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Trial registered on ANZCTR


Registration number
ACTRN12618000907246
Ethics application status
Approved
Date submitted
25/05/2018
Date registered
30/05/2018
Date last updated
11/10/2018
Type of registration
Prospectively registered

Titles & IDs
Public title
The mind-body relationship of common physical symptoms in the community.
Scientific title
Epidemiology of Multiple Somatic Symptoms in the community, and its association with illness related cognitions`
Secondary ID [1] 295004 0
Nil
Universal Trial Number (UTN)
Trial acronym
Linked study record

Health condition
Health condition(s) or problem(s) studied:
Multiple Somatic Symptoms 308024 0
Somatic Symptom Disorder 308025 0
Somatisation 308055 0
Health Anxiety 308056 0
Condition category
Condition code
Mental Health 307059 307059 0 0
Other mental health disorders
Public Health 307060 307060 0 0
Epidemiology

Intervention/exposure
Study type
Observational
Patient registry
False
Target follow-up duration
Target follow-up type
Description of intervention(s) / exposure
This is a longitudinal study based on questionnaire data. Multiple somatic symptoms are determined via the Patient Health Questionnaire - 15 (PHQ-15). Those who score high on the PHQ-15 experience a collection of symptoms such as back pain, stomach ache, dizziness and headache. Over a 1 year period, these symptoms will be correlated with co-morbid diseases and psychological health, in order to a) determine the stability of these symptoms and b) its temporal relationship with co-morbid diseases and psychological health.
Intervention code [1] 301341 0
Not applicable
Comparator / control treatment
No control group
Control group
Uncontrolled

Outcomes
Primary outcome [1] 306032 0
Multiple Somatic symptom (Patient Health Questionnaire - 15). Symptom severity cut-offs;
0 - 9 = mild, 9 - 14 = moderate, 15 - 30 = severe. Determine the numbers of participants with multiple somatic symptoms
Timepoint [1] 306032 0
Baseline and 1 year follow-up
Secondary outcome [1] 347387 0
Whitely Scale for hypochondriasis - 7. Higher scores reflect increased health anxiety. Change in hypochondriasis and identify temporal relationships with multiple somatic symptoms.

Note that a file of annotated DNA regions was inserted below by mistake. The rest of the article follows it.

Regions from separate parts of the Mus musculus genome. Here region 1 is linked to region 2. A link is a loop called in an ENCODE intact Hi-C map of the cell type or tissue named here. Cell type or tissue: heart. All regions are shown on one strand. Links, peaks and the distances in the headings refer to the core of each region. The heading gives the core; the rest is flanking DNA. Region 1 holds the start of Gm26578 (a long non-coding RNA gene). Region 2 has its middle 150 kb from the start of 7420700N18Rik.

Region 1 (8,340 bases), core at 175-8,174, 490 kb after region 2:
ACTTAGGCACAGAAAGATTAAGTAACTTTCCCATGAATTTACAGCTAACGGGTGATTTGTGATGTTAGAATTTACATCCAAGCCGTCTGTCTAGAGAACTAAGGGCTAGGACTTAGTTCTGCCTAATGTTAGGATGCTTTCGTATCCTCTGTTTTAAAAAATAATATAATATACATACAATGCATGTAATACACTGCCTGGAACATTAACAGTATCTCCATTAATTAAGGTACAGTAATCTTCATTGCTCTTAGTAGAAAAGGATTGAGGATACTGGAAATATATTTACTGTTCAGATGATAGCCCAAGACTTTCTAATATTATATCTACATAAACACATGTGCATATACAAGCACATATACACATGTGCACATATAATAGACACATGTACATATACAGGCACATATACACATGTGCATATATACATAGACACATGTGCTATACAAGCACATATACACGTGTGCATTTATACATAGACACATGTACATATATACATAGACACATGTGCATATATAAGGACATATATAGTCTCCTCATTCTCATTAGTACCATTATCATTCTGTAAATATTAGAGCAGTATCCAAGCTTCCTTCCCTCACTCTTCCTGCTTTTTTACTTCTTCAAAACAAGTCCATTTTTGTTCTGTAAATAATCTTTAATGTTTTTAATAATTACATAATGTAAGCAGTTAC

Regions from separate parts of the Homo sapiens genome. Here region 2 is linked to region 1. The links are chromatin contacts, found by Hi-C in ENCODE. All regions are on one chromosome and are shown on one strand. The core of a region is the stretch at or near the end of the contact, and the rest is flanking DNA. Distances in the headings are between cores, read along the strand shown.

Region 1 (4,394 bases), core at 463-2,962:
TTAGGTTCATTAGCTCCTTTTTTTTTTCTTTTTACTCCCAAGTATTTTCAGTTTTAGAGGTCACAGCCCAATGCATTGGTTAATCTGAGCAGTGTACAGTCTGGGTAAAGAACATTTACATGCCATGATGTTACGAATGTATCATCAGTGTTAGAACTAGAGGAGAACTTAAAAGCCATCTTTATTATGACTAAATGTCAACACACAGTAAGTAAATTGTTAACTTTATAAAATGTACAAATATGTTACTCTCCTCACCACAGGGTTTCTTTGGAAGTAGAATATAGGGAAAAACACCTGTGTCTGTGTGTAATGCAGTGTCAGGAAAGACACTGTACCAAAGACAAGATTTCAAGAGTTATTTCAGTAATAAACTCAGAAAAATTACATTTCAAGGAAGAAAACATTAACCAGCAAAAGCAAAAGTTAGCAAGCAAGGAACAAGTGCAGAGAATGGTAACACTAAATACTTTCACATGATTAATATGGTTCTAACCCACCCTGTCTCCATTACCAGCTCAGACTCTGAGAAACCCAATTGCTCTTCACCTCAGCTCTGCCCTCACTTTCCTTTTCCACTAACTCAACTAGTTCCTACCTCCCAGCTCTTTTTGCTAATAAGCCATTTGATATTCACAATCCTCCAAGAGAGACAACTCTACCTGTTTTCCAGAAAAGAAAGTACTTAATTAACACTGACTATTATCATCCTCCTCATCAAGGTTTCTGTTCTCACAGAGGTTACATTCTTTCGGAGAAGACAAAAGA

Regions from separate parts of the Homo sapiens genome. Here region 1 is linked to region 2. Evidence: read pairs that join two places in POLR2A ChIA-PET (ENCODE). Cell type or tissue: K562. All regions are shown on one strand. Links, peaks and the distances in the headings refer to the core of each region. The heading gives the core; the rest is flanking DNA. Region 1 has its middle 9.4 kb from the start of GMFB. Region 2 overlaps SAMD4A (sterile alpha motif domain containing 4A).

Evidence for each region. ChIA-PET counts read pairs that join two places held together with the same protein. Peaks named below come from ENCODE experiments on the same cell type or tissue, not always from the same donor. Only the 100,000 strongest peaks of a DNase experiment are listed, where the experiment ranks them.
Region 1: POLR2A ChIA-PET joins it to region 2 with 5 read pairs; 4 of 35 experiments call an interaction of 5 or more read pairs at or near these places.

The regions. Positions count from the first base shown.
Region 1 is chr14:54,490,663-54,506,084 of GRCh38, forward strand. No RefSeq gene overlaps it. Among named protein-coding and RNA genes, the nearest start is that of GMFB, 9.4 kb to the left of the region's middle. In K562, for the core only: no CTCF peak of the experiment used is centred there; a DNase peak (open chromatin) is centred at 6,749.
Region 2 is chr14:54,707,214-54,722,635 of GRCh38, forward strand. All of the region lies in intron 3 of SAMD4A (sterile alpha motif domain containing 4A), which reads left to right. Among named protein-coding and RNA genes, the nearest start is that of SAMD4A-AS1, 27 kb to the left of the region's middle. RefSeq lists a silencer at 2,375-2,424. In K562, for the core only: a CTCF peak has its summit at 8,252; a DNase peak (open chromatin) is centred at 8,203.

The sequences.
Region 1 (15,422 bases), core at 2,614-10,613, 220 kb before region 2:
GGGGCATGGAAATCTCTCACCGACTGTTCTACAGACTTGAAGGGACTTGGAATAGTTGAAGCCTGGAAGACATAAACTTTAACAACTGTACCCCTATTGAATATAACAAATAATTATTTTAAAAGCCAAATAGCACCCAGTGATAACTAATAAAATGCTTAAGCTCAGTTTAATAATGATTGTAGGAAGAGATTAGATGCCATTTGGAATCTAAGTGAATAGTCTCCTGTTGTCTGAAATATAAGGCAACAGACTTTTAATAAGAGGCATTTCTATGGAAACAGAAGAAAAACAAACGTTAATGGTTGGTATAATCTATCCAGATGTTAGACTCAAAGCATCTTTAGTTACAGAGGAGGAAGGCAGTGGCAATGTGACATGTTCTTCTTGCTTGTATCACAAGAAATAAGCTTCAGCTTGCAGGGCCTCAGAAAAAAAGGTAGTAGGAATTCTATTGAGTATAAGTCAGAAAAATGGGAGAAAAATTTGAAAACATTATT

Timepoint [1] 347387 0
Baseline and 1 year follow up
Secondary outcome [2] 347388 0
Patient Health Questionnaire - 4. Higher scores reflect increased anxiety and depressive symptoms. Change in anxiety and depression. Change in anxiety and depression, and identify temporal relationships with multiple somatic symptoms.
Timepoint [2] 347388 0
Baseline and 1 year follow up
Secondary outcome [3] 347389 0
Cognitive Emotion Regulation Questionnaire - (Catastrophising sub scale ). Higher scores reflect symptom catastrophising. Change in catastrophising, and identify temporal relationships with multiple somatic symptoms.
Timepoint [3] 347389 0
Baseline and 1 year follow up
Secondary outcome [4] 347390 0
Co-morbid chronic diseases. Total score represents increased medical co-morbidity. This was designed specifically for the study. A checklist of common chronic disorders is presented, in addition to a space for participants to indicate any other chronic diseases they have been diagnosed with.
Timepoint [4] 347390 0
Baseline and 1 year follow up
Secondary outcome [5] 348297 0
Short Form 12 V2 - Quality of Life Scale
Timepoint [5] 348297 0
Baseline and 1-year follow up

Eligibility
Key inclusion criteria
Random selection of community individuals from NSW electorates (Bradfield, Bennelong, North Sydney, Sydney, Grayndler, Reid, Parramatta and Mitchell)
Minimum age
18 Years
Maximum age
No limit
Gender
Both males and females
Can healthy volunteers participate?
Yes
Key exclusion criteria
Non-response to survey

Study design
Purpose
Psychosocial
Duration
Longitudinal
Selection
Random sample
Timing
Prospective
Statistical methods / analysis
1. Descriptive analyses: all measures will be reported descriptively. Numeric measures
will be reported as mean and standard deviation while qualitative measures will be
reported as count and percentage. The prevalence of individual with clinical rates of
low, moderate or high MSS will be reported along with 95% confidence intervals.
2. Cross-sectional analyses: Common connections between MSS with respect to
psychosocial factors will be understood through multivariate modelling.
3. Longitudinal analyses will be undertaken for two purposes. The first is to understand